Painful inflammation, swelling, and stiffness in the knuckles and wrists can be signs of rheumatoid arthritis. Simple tasks such as opening a jar or turning a key can become difficult.

Rheumatoid arthritis (RA) is a chronic systemic autoimmune disease. RA symptoms appear in the hand when the immune system mistakenly attacks joint tissues in the fingers, thumb, and/or wrist.

Inflammation, swelling, and stiffness in the knuckles and wrists can be the first signs of RA.

How Rheumatoid Arthritis Affects Hand Function

Experts estimate 90% of people who have RA have symptoms in at least one hand joint.1,2 Hand dexterity, grip strength, and the ability to pinch objects between the thumb and fingers are likely to be affected.3,4 People may notice their grip strength is even weaker when RA inflammation levels are high.3,4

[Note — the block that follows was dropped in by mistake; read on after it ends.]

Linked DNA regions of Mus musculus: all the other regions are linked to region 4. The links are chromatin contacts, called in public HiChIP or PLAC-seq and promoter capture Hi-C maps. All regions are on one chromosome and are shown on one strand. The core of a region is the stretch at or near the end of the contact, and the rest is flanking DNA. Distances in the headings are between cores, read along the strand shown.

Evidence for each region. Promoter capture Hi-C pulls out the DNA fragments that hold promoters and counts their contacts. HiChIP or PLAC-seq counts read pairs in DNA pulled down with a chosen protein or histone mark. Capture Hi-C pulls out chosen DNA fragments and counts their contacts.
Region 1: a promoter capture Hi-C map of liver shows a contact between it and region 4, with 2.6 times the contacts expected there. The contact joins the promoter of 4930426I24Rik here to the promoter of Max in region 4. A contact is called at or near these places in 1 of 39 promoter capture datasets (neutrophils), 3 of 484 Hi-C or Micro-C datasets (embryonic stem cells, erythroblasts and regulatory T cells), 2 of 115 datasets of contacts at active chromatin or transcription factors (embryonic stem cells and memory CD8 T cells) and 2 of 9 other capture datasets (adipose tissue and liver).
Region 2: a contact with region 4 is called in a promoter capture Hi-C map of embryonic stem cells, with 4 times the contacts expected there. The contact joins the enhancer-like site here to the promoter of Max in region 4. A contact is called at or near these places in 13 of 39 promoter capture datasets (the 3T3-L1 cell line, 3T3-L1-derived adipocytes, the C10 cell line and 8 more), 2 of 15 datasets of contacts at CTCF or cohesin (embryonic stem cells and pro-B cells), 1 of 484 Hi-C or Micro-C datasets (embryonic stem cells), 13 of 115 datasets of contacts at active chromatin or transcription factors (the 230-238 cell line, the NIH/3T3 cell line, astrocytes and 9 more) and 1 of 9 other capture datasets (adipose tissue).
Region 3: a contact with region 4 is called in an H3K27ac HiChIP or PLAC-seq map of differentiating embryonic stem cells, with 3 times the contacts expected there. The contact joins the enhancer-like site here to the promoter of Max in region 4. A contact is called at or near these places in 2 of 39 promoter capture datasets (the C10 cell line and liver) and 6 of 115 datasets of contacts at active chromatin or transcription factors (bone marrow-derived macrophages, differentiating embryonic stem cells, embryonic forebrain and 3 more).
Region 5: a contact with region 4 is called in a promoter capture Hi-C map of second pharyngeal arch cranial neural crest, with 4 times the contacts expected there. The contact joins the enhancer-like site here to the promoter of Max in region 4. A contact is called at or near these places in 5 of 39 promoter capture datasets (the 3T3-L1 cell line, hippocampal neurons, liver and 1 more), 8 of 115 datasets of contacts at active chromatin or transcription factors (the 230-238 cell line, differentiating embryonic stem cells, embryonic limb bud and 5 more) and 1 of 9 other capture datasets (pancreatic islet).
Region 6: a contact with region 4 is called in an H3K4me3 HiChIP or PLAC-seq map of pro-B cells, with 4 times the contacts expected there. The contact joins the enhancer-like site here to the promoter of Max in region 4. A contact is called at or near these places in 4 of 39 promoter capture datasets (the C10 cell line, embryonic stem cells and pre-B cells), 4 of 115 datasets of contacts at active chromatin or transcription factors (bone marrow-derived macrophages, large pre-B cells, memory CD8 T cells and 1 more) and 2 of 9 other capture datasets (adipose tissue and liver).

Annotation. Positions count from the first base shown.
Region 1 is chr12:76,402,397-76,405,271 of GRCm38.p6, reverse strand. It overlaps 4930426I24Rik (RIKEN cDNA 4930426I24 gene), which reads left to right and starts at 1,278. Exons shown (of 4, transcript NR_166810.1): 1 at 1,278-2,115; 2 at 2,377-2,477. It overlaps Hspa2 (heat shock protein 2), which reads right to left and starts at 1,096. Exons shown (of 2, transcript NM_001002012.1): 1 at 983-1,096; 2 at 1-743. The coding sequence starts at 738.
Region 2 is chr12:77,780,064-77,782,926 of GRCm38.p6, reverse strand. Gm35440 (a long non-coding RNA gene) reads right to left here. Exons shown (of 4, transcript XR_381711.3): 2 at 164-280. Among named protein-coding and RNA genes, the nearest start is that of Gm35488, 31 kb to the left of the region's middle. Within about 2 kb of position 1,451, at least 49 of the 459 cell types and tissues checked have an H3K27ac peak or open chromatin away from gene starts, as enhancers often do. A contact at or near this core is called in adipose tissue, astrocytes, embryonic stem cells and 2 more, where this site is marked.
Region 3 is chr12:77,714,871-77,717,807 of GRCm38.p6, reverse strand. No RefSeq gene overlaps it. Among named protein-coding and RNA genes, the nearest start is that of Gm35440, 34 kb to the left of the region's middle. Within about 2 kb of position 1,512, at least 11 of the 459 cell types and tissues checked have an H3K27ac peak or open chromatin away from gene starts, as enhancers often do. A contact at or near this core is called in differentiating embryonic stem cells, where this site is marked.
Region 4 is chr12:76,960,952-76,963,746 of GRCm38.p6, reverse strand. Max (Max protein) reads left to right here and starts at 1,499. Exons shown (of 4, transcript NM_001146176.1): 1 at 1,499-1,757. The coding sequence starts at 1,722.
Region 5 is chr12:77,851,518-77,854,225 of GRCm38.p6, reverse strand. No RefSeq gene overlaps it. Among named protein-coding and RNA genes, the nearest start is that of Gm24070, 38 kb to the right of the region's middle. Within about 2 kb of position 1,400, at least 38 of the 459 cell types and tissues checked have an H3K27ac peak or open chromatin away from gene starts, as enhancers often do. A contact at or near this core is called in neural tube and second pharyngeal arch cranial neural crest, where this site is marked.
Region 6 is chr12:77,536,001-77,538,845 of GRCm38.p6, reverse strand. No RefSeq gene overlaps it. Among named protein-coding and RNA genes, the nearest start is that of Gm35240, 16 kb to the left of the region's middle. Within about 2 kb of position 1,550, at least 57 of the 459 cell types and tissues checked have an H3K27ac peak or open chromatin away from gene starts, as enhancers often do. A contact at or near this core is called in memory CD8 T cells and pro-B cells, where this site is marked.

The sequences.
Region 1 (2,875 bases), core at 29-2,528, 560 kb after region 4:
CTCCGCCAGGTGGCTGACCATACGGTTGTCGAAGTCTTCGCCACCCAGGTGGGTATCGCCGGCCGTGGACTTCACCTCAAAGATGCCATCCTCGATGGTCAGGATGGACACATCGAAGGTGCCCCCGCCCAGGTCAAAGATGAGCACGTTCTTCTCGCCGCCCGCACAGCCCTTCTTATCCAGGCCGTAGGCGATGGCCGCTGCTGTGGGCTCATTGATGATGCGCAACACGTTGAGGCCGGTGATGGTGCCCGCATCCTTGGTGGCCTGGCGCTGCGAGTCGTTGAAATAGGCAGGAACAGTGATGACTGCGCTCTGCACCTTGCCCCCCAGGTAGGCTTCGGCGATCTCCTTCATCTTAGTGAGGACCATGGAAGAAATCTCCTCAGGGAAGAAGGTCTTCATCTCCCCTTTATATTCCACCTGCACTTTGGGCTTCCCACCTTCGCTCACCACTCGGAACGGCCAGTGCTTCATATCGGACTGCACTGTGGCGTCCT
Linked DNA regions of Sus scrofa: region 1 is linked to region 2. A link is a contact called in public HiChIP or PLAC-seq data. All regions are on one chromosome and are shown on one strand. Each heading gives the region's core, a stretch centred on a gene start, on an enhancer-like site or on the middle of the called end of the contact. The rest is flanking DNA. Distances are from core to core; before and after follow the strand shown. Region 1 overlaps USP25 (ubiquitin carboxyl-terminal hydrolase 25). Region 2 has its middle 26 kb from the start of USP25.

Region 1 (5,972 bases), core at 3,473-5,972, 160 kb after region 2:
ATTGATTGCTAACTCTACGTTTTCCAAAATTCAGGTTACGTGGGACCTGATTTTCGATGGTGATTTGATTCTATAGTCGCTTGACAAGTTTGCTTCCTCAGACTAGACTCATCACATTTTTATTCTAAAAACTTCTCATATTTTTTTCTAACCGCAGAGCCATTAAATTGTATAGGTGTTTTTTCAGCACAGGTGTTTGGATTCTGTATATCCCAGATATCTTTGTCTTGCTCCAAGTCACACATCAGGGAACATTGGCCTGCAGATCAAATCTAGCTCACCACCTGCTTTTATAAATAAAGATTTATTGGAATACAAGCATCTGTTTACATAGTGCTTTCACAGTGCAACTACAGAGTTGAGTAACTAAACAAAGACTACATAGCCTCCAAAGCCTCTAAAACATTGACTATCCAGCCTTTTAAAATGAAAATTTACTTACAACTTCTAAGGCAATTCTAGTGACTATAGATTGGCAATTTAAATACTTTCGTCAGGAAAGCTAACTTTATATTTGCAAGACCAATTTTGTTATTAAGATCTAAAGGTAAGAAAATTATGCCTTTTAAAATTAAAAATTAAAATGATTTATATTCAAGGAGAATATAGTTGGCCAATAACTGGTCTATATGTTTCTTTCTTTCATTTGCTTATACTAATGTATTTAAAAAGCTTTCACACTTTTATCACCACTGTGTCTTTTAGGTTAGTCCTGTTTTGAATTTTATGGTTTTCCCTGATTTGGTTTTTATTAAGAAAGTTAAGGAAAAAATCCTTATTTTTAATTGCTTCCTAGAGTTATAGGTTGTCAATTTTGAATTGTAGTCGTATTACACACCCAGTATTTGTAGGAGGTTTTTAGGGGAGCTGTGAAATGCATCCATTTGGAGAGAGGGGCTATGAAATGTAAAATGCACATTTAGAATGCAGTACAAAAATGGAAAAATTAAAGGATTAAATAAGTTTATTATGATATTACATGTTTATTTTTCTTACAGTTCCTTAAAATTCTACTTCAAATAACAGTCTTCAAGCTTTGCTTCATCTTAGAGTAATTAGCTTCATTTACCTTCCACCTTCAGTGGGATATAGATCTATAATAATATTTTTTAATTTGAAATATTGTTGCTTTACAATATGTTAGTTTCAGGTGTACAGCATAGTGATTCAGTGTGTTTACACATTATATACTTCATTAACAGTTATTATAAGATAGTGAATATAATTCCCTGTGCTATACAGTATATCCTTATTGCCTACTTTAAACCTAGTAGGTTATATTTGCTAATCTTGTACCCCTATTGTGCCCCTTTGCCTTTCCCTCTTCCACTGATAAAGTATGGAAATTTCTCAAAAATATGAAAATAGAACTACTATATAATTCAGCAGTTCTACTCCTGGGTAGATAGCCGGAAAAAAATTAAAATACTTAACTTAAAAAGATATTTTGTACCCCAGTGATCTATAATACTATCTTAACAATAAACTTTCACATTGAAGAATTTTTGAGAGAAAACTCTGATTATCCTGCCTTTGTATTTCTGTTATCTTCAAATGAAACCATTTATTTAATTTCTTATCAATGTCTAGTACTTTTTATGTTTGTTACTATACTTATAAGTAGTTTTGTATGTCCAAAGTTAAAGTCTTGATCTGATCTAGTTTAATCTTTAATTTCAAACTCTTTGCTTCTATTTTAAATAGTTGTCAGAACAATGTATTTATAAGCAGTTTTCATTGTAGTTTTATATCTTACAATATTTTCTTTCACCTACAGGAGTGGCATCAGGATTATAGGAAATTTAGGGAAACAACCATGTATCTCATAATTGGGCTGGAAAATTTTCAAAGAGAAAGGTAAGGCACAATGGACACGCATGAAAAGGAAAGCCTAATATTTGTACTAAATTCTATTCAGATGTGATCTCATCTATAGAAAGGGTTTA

Problems with hand function tend to be the result of RA joint damage.5 This damage can weaken tendons and cause joints to be malaligned or deformed. A significant amount of joint damage happens early on in the disease process, which is why early diagnosis and treatment is important.

See Blood Tests to Help Diagnose Rheumatoid Arthritis (RA)

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Hand Joints Most Affected By Rheumatoid Arthritis

Of the 27 joints6 in a hand, the joints most likely to show signs of RA include:

  • The metacarpophalangeal (MCP) joints, or large knuckles, where the fingers and thumb meet the hand
  • The proximal interphalangeal (PIP) joints, or middle knuckles
  • The joints of the wrist that connect the wrist’s eight carpal bones with each other and the bones of the forearm (the radius and ulna), including the carpometacarpal joint, midcarpal joint, radiocarpal joint, and intercarpal joints